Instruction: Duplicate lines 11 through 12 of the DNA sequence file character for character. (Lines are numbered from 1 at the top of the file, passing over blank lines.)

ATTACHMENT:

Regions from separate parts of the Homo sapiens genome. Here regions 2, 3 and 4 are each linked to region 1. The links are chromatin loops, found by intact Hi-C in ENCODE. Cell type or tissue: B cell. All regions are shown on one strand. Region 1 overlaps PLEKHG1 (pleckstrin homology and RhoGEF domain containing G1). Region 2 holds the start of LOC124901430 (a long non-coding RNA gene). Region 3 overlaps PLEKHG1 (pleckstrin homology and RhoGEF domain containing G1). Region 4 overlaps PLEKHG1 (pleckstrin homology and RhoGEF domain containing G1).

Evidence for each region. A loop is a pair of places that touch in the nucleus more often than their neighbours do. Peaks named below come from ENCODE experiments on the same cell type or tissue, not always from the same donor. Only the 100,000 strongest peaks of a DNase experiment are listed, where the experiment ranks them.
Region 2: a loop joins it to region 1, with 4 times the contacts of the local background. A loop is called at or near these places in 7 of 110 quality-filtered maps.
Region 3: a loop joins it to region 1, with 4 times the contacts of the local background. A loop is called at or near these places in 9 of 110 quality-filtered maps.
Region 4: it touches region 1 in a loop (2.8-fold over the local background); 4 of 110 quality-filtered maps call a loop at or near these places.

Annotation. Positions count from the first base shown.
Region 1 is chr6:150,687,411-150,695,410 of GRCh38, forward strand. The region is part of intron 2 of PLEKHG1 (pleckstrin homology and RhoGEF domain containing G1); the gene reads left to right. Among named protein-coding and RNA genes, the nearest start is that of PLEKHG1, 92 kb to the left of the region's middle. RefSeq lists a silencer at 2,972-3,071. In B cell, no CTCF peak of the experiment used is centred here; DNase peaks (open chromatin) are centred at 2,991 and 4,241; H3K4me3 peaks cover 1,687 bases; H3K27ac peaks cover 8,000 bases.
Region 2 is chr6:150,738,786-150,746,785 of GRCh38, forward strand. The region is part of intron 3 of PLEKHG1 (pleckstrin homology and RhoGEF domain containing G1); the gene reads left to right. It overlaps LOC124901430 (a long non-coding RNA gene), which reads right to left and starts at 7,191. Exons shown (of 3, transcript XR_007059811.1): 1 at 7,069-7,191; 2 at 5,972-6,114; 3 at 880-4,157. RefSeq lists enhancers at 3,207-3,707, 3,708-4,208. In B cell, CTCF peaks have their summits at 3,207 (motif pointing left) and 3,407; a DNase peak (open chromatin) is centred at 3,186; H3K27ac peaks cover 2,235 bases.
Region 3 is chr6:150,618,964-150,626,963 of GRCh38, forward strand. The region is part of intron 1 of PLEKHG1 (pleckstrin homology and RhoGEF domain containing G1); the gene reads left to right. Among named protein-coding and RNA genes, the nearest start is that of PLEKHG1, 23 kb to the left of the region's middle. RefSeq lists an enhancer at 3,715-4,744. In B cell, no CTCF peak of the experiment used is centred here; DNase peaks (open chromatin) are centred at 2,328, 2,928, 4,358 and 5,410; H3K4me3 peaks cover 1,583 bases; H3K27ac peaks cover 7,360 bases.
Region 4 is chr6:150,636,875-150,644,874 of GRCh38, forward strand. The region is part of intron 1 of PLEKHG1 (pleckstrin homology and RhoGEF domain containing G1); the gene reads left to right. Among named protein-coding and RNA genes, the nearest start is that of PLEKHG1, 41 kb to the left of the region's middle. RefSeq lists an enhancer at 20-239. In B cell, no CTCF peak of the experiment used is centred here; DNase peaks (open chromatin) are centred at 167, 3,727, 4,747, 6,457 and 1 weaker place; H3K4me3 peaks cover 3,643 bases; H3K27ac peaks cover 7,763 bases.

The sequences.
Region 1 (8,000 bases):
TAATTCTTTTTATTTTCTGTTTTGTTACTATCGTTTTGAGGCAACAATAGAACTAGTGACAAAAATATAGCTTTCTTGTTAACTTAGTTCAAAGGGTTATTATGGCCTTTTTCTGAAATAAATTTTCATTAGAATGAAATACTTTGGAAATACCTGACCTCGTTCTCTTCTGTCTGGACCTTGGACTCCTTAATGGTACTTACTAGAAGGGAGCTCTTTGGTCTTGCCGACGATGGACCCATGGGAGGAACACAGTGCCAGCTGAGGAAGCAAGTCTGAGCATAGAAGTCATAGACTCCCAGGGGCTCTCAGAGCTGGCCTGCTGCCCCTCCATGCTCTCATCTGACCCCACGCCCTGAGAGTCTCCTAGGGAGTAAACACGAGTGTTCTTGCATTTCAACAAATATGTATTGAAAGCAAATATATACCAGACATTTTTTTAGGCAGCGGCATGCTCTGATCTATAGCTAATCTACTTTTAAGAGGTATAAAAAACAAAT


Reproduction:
The sequences.
Region 1 (8,000 bases):